What Executive Teams Need Now

Effective teams demand flexibility and creative thinking now. It’s possible for CEOs to hire for that—if they demonstrate some flexibility of their own.

Executives want team players—that’s a truism so true that it hardly bears much attention. There’s important work to be done in an organization, and people who lack a capacity to listen and collaborate don’t have a place in it.

But the definitions of “team player” and “collaborate” can be fluid, and these days much of the business literature seems to have shifted the meaning away from consensus-building and toward a capacity to reckon with uncertainty. That’s a challenge: Associations, like all organizations, succeed when they think years in advance, but they often hire for what a job demands in the moment.

Earlier this month, Nathan Furr, author of Leading Transformation, wrote in Harvard Business Review about what leadership teams these days require. In short, it means not having all the answers and being OK with that: Team members need an “ability to be comfortable with uncertainty, even to entertain it”; a capacity to synthesize diverse ideas and then create and communicate new ideas based on them; and an ability to serve as “chaos pilots,” people who can champion new ideas and initiatives, even if they get buffeted in the process.

No biggie.

You have to carve out time to think in the long term.

And there’s another hurdle, Furr suggests: The people in possession of these skills aren’t going to be immediately identifiable via their resume. “Similar to how many transformative business opportunities are found in unlikely places, the same is true about where you may find the best-suited team members to drive forward a promising new initiative,” he writes.

So the CEOs who care to assemble teams that possess this kind of flexibility may have to be “chaos pilots” themselves. But they’re not entirely adrift. Earlier this year I spoke with futurist Rich Karlgaard, a Game Changer speaker at the 2018 ASAE Annual Meeting & Exposition, about the new nature of team-building. His suggestion: Look for experience in a variety of places, and for liberal-arts grads who may have a little more training in fluidity of thought than a typical MBA program provides.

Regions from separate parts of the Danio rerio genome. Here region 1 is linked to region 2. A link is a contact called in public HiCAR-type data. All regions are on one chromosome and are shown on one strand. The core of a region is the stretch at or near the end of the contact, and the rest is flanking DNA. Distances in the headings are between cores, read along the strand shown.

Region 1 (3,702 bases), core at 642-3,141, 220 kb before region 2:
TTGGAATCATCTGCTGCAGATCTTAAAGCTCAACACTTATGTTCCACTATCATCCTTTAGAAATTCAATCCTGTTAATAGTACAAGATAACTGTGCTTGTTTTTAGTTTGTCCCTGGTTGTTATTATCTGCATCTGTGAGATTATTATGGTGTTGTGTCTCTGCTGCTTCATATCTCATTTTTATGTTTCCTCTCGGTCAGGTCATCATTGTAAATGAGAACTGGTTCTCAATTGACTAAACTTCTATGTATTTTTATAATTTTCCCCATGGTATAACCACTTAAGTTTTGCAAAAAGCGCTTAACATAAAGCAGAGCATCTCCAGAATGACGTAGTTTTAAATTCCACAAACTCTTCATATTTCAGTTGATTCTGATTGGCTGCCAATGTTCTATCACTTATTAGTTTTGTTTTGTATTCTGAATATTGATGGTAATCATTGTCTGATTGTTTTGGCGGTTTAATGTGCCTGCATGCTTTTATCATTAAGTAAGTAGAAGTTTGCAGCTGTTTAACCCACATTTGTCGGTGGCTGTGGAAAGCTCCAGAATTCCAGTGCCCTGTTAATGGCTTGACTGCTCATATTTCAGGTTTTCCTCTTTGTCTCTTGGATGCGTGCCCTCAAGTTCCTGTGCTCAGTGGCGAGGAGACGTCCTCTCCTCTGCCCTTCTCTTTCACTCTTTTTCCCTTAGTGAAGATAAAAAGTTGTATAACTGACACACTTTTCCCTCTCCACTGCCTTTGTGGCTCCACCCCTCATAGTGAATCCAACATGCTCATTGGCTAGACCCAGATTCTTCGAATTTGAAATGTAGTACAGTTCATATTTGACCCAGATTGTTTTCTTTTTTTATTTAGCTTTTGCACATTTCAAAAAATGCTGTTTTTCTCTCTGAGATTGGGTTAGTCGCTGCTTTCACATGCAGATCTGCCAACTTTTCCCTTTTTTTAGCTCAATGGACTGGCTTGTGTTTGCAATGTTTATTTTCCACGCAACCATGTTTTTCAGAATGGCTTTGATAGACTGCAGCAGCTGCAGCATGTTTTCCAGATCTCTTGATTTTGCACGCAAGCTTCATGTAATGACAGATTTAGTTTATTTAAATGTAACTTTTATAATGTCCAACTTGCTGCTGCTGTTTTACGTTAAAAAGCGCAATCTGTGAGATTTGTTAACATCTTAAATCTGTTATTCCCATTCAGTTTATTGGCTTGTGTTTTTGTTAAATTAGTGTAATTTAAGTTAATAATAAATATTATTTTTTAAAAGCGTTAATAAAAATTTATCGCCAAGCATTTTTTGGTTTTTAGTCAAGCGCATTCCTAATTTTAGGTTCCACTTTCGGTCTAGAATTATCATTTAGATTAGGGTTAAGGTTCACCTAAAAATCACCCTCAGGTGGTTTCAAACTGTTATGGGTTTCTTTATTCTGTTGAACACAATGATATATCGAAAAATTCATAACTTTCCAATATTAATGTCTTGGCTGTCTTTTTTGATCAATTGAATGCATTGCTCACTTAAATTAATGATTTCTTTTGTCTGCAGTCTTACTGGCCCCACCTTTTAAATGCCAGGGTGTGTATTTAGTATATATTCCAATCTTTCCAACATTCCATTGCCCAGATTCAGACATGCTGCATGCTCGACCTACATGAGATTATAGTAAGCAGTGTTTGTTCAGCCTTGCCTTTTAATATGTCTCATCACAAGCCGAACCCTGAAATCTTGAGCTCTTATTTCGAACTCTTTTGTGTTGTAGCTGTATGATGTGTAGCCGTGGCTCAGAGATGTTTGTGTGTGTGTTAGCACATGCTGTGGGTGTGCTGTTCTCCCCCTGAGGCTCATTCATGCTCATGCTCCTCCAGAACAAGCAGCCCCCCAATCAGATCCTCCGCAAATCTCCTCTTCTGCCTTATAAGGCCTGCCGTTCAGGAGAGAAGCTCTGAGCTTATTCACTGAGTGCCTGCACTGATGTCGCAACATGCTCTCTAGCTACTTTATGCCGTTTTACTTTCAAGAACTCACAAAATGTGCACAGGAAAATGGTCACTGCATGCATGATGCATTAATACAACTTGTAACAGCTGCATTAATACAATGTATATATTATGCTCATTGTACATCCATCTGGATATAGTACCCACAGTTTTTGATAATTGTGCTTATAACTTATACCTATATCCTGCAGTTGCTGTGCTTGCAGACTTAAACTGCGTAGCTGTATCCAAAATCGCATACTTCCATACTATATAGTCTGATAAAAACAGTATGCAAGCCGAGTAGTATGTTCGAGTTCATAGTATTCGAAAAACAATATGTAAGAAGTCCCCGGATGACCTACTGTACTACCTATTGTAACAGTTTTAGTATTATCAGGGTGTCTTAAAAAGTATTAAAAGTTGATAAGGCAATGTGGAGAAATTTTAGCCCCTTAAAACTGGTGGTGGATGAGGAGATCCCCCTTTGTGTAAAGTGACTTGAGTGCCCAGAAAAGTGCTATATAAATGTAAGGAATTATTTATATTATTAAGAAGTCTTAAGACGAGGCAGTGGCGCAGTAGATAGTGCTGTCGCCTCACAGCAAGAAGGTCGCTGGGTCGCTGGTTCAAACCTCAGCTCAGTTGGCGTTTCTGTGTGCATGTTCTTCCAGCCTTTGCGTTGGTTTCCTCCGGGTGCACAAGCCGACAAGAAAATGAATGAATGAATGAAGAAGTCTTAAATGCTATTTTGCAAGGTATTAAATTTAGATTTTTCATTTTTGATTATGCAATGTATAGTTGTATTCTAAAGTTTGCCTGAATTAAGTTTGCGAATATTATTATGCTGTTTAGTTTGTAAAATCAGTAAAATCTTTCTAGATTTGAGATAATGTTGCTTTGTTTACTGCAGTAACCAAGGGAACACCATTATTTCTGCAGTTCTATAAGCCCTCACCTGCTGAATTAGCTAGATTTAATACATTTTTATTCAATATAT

“Things like pattern recognition have now become more valuable inside of a company,” he said. “So has empathy. And you want pattern recognition and empathy in people leading projects. Spend some time in Silicon Valley and you can see a lot of people who are brilliant but who can’t make the leap into management. So people with these social skills become very, very important going forward.”

But beyond where you look for candidates, how you interview them may increasingly matter as well. It’s one thing to serve on a team and call that evidence of being a “team player.” It’s another to serve on a team in ways that demonstrate the open-mindedness and analytical abilities that future thinking will require.

That need is going to affect every association, whether its industry is feeling the brunt of change right away or sees it years off. In the latest issue of Associations Now, I wrote about how associations have responded to shifting trends in social media, from changing user preferences to scandals and policy changes that have scraped the gleam off of Facebook’s public image. Already, the story feels a little outdated—the fortunes and policies of Snap, Facebook, Instagram, and so on have shifted, and the social media leaders at associations will, once again, have to adapt.

But the need to adapt is evergreen. “You are working every day to keep trains running and to update things in the short term,” Meredith Barnett, digital communications manager at the Council for Advancement and Support of Education, told me. “But then you have to carve out time to think in the long term and to revisit those goals and then plan ahead.”

Every organization has a communications strategy it ought to be revisiting regularly, and plenty more strategies besides—and the people leading them need to be more flexible than ever.  The only constant is change. That’s another truism, but is it what you’re hiring for, and what you’re encouraging people to expect when you assemble teams?

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Mark Athitakis

By Mark Athitakis

Mark Athitakis, a contributing editor for Associations Now, has written on nonprofits, the arts, and leadership for a variety of publications. He is a coauthor of The Dumbest Moments in Business History and hopes you never qualify for the sequel. MORE

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